Studies of mice found that, like humans, 15 percent of mice showed a preference for alcohol. The researchers asked mice to choose sugar yglycethane and alcohol, and then compared alcoholics with sugar-addicted mice to find differences in the active genes in their brains. They focused on six brain regions thought to be associated with addiction, five of which found no difference. But in the sixth region, they found the difference.
Differences exist in the amygdala region. The amygdala is an almond-shaped region of the brain located deep in the brain, which is closely related to emotional processing.
When Ogil looked at the amygdala of alcohol-addicted rats, he found that several genes were abnormally inactive, all of which were associated with a chemical called GABA. GABA is a neurotransmitter released by the brain that can make people feel dangerous and anxious. Some neurons produce and release GABA, which prevents adjacent neurons from excitation.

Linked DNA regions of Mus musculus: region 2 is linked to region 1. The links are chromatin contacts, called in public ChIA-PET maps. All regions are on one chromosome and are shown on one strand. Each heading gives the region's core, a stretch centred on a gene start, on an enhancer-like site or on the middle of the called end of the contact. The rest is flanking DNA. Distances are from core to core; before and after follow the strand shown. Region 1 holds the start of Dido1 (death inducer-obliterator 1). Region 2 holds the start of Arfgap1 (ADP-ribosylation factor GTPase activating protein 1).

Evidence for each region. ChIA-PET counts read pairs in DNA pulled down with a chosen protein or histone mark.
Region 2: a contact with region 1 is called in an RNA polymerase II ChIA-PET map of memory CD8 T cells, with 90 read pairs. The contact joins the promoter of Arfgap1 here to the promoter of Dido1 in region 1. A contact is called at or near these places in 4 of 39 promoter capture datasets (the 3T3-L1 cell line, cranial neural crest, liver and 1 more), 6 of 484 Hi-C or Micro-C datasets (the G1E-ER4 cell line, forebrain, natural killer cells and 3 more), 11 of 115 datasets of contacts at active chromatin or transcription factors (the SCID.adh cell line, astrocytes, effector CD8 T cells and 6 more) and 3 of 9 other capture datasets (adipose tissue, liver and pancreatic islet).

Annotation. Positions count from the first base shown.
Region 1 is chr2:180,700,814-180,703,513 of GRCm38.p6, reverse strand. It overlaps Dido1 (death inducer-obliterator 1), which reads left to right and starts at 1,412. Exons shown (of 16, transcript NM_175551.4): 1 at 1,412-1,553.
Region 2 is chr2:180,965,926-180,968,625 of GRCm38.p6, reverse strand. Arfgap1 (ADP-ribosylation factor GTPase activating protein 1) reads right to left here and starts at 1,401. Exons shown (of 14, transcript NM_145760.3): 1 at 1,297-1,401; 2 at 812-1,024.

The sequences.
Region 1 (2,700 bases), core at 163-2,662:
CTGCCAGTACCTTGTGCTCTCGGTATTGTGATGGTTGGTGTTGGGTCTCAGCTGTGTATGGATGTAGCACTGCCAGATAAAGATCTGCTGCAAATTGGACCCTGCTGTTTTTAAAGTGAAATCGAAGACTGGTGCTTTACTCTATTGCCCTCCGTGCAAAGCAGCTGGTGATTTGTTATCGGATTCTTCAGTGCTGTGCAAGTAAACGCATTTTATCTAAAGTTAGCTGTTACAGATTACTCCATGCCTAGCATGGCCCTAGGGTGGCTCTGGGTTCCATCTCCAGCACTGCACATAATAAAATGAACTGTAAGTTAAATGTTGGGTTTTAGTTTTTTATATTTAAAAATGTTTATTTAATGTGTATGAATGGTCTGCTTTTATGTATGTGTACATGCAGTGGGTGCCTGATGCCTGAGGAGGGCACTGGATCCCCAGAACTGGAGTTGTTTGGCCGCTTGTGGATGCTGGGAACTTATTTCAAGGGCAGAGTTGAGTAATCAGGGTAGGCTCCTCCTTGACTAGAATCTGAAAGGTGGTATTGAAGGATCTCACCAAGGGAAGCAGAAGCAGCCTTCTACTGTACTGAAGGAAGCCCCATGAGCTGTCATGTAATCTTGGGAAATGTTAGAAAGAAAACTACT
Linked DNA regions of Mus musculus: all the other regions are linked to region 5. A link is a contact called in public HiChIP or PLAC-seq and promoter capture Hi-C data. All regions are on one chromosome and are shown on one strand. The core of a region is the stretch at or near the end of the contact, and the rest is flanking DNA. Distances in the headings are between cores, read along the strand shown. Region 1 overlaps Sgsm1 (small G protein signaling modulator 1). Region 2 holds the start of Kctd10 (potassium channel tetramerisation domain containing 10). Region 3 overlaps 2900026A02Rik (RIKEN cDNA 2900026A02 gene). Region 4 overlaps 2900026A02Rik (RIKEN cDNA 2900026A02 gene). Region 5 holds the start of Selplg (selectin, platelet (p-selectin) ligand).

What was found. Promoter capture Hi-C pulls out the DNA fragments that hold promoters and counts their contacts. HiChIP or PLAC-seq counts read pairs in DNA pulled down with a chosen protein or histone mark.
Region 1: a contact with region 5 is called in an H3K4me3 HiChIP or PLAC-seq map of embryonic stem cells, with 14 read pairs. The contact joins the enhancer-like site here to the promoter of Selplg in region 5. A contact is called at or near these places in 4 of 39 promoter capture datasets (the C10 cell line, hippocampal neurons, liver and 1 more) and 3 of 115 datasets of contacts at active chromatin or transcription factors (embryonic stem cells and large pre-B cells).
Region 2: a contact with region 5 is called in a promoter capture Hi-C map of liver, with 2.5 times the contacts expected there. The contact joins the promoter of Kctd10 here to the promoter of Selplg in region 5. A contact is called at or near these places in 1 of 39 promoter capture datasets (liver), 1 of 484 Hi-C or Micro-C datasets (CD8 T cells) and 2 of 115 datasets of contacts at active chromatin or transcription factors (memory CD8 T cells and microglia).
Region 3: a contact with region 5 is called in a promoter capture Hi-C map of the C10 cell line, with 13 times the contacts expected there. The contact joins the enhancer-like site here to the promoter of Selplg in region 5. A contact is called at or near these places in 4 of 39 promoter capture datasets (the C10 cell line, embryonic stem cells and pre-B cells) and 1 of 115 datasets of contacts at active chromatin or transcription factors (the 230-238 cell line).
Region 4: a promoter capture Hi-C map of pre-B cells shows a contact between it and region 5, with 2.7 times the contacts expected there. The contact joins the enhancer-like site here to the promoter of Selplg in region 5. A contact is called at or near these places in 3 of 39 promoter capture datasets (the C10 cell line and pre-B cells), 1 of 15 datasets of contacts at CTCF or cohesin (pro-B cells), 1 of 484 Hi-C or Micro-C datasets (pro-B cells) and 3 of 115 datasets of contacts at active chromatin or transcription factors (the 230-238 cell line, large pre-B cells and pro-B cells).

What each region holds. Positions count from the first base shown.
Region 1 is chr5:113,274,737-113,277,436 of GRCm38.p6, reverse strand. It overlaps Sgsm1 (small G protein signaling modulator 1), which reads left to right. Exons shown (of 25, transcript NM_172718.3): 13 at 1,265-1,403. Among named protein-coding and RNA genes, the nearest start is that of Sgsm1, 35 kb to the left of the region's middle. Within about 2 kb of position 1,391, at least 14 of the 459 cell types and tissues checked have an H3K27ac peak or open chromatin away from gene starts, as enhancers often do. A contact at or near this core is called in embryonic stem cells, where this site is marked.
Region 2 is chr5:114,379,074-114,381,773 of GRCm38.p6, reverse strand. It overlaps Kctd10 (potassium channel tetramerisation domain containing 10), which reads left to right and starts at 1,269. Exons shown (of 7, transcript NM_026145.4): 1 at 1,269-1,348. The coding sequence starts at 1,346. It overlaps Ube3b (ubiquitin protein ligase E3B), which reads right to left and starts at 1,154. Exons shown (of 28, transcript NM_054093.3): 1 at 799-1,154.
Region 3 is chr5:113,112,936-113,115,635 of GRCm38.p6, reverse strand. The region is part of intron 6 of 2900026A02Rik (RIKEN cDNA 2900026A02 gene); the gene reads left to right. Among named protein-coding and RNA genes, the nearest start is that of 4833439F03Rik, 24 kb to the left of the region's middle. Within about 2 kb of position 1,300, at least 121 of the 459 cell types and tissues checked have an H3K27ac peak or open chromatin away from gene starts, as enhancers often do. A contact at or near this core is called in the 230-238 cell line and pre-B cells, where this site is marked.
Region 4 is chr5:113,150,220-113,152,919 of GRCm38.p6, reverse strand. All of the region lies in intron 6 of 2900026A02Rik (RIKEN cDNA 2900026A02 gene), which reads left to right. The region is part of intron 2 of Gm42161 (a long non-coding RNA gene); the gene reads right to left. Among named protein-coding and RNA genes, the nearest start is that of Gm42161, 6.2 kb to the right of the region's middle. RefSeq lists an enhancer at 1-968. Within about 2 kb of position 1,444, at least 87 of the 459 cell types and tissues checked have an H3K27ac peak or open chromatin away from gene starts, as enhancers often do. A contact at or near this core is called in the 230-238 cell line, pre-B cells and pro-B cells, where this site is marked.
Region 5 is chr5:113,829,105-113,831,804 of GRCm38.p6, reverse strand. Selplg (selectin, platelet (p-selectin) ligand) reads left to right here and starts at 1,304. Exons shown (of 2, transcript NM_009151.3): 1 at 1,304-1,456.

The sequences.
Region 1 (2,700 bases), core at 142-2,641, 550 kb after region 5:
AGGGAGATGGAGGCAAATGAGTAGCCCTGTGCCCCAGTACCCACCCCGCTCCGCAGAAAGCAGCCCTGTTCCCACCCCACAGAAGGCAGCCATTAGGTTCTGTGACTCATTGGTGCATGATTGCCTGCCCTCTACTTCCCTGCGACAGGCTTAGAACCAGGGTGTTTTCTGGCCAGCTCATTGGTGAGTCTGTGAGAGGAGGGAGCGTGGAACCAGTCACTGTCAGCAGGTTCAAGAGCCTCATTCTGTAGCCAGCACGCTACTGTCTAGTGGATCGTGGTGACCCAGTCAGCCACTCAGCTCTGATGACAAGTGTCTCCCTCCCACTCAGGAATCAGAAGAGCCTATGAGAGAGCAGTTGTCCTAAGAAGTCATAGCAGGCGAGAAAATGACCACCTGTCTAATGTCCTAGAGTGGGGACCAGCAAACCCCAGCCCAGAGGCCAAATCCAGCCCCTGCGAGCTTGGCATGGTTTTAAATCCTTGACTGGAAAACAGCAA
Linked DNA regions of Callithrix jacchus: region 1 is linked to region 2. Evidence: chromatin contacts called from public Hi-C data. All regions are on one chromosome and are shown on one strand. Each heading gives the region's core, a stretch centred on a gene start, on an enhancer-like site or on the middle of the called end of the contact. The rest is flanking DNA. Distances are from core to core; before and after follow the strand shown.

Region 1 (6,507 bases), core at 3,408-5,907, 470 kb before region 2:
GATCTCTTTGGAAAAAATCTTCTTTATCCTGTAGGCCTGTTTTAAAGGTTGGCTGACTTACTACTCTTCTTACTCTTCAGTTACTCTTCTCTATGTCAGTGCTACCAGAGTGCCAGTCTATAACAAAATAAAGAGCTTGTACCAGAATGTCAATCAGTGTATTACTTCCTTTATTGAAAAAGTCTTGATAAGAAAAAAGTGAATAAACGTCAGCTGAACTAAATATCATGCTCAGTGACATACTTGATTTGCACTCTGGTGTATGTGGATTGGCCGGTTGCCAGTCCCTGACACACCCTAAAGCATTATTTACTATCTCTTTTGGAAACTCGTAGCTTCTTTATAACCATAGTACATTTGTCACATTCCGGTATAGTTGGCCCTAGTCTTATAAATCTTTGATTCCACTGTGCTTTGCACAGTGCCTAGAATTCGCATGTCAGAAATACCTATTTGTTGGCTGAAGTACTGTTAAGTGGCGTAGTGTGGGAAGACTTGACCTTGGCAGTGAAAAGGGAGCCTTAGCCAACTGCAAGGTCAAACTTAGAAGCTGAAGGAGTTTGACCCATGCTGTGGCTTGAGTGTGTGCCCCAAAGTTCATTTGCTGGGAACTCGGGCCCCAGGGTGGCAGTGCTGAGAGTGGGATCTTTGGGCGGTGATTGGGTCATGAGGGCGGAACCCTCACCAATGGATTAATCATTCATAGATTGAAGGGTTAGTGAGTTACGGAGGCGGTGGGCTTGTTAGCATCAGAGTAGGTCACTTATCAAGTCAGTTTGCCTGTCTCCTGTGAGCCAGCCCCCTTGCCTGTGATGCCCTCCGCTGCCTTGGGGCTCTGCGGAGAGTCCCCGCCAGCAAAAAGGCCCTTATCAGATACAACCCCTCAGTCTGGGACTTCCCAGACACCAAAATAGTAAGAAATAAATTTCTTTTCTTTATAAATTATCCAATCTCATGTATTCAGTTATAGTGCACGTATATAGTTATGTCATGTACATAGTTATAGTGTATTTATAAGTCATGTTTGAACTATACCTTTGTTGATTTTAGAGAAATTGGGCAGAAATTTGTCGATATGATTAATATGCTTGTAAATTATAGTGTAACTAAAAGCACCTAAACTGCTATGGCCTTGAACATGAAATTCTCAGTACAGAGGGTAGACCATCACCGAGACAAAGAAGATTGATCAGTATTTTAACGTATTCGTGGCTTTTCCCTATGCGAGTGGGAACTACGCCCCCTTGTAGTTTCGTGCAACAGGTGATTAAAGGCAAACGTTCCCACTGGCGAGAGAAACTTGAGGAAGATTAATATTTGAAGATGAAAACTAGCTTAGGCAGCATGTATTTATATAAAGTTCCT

Once this process is complete, the neurons that produce GABA use an enzyme called GAT3 to recycle the molecule. But in the amygdala of alcoholic samaritans, the genetic activity that produces GAT3 is much lower, at half normal levels, so GAB A gathers around neighboring neurons, causing them to become abnormally inactive. Reducing the GAT3 levels of sugar-addicted mice can turn them into alcoholic sage.